How to protect ERP data when access to corporate networks is both ubiquitous and for sale on the dark web

With the current pandemic, remote working has become a new norm for the majority of the workplace. With this new way of doing things, networks may be vulnerable to malicious acts in software viruses and especially information gathering in the dark web. Piyush Pandey shares an article on how to protect your enterprise resource planning (ERP) data in these conditions. Ensuring ERP data security, privacy and compliance can no longer rely solely on network threat monitoring. It requires layed identity defense to limit access to and within mission-critical appliances.

Here are some ways to protect your ERP data from being sold to networks in the dark web:

Start with securing your crown jewel ERP systems. “Organizations looking to accelerate their data security maturity can choose to lock down access across their ERP systems for a “quick win.” According to the 2020 Verizon Data Breach Investigations Report, 67 percent of 2019 data breaches arose from credential theft, social engineering attacks, or errors that enabled malicious actors to gain unauthorized access to sensitive data.”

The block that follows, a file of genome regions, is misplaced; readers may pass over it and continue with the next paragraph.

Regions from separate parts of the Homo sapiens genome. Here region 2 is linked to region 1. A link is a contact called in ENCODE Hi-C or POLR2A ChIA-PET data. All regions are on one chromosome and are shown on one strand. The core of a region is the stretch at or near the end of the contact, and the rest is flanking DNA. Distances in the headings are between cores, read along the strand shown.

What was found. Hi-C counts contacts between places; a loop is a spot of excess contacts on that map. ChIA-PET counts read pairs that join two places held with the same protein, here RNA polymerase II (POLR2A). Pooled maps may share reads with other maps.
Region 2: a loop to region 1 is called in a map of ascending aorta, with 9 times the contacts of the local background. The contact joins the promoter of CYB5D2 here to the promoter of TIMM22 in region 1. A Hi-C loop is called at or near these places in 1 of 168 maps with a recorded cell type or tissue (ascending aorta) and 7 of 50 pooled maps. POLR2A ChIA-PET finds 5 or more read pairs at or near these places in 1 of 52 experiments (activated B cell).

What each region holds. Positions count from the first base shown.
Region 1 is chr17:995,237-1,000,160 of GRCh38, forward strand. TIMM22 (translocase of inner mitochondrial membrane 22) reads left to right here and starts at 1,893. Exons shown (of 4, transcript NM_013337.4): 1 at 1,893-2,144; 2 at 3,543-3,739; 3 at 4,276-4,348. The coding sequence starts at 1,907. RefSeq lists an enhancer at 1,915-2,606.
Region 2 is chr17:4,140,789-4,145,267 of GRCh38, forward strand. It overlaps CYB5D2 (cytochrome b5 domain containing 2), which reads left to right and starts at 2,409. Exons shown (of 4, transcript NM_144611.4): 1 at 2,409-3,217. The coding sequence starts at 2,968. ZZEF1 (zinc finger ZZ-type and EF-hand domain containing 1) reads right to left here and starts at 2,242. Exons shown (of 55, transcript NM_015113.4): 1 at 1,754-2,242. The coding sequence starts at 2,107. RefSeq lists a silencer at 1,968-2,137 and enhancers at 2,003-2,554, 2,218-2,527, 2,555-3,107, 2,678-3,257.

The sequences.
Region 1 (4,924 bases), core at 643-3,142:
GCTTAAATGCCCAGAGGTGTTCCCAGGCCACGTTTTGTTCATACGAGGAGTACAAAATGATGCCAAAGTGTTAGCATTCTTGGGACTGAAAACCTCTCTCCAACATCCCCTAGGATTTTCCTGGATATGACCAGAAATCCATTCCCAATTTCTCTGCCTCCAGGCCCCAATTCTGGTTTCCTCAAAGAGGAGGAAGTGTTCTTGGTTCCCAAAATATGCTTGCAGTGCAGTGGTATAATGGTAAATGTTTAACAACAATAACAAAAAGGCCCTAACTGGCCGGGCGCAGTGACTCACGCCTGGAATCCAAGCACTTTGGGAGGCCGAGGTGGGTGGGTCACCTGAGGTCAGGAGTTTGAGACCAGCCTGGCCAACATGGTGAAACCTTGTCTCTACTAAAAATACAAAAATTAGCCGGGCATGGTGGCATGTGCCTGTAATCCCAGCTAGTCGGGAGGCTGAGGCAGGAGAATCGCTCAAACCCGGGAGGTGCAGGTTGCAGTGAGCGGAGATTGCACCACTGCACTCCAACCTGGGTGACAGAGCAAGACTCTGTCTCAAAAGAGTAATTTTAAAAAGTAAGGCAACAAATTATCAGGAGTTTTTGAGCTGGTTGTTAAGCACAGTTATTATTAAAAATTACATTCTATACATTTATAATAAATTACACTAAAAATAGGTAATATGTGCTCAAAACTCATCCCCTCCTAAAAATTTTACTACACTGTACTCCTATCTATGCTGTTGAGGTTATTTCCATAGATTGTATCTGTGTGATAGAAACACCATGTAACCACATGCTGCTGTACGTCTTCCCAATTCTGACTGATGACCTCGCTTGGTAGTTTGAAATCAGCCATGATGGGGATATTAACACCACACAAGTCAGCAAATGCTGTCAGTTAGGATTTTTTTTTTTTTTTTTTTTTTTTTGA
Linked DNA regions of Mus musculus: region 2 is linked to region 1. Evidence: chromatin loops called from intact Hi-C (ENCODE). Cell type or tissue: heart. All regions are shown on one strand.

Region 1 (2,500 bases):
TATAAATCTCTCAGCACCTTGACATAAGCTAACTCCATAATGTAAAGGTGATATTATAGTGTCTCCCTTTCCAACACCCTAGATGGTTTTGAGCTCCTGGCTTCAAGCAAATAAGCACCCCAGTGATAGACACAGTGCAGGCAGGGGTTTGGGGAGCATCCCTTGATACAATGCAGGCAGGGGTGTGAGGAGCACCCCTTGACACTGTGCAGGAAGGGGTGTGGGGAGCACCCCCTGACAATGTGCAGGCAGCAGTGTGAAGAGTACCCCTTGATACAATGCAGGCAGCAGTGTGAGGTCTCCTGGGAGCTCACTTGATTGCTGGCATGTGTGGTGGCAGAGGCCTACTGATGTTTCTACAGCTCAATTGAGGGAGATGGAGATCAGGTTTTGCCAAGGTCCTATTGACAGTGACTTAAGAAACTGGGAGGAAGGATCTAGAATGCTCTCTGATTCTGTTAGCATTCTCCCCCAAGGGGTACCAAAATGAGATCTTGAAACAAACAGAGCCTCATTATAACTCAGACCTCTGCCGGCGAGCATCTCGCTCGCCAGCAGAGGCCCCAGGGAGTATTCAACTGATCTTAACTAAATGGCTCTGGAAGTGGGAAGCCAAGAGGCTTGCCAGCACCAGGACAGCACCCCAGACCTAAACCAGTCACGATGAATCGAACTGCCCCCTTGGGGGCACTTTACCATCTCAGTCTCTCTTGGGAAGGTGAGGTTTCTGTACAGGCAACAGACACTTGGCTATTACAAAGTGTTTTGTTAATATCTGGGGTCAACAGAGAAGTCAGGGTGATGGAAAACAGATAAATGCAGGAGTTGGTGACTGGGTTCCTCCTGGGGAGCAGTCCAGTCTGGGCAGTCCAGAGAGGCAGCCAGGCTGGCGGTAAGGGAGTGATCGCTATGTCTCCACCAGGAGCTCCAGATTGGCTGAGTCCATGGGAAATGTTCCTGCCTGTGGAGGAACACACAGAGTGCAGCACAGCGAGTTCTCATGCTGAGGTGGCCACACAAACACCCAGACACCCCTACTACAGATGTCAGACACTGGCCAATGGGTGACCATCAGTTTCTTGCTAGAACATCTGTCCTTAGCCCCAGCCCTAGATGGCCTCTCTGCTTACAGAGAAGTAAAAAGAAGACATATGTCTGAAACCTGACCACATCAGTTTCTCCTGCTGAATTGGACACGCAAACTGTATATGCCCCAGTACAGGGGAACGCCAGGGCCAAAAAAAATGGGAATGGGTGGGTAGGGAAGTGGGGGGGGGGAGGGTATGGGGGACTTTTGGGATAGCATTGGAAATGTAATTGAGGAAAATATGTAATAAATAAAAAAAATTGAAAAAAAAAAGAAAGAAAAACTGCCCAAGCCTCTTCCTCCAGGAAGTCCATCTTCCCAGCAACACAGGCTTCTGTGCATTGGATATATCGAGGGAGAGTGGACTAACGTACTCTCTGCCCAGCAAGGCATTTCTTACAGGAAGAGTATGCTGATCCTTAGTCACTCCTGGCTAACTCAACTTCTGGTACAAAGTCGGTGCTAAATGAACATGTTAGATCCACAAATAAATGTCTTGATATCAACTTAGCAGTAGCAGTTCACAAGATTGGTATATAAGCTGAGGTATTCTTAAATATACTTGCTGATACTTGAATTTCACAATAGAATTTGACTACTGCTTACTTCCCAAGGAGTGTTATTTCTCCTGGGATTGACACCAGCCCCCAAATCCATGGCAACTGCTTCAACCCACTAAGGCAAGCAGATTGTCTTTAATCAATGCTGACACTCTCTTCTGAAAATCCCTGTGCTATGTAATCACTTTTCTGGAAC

Continuously monitor privileged user activity and behavior. “With Attribute-based access controls (ABAC), organizations can set fine-grained access controls that mitigate risks. Privileged users, such as system administrators, need superuser access to do their jobs. While ABAC provides some level of control that can limit the data they access, their job functions require them to add users, delete payees and engage in other potentially risky activities across the ERP ecosystem.”

Creating layered defense at the identity perimeter to strengthen data security. “By establishing dynamic, attribute-based controls, companies can more precisely define access to ERP resources. Data masking or hiding sensitive information not necessary to the job function creates an additional security layer. Users not only are limited in their access but by masking the data, the access granted eliminates excess access risks associated with visibility of unnecessary, sensitive data. An organization’s payroll manager may not need to see employees’ account information to process the payments. Thus, limiting access and masking data create a double layer of defense.”

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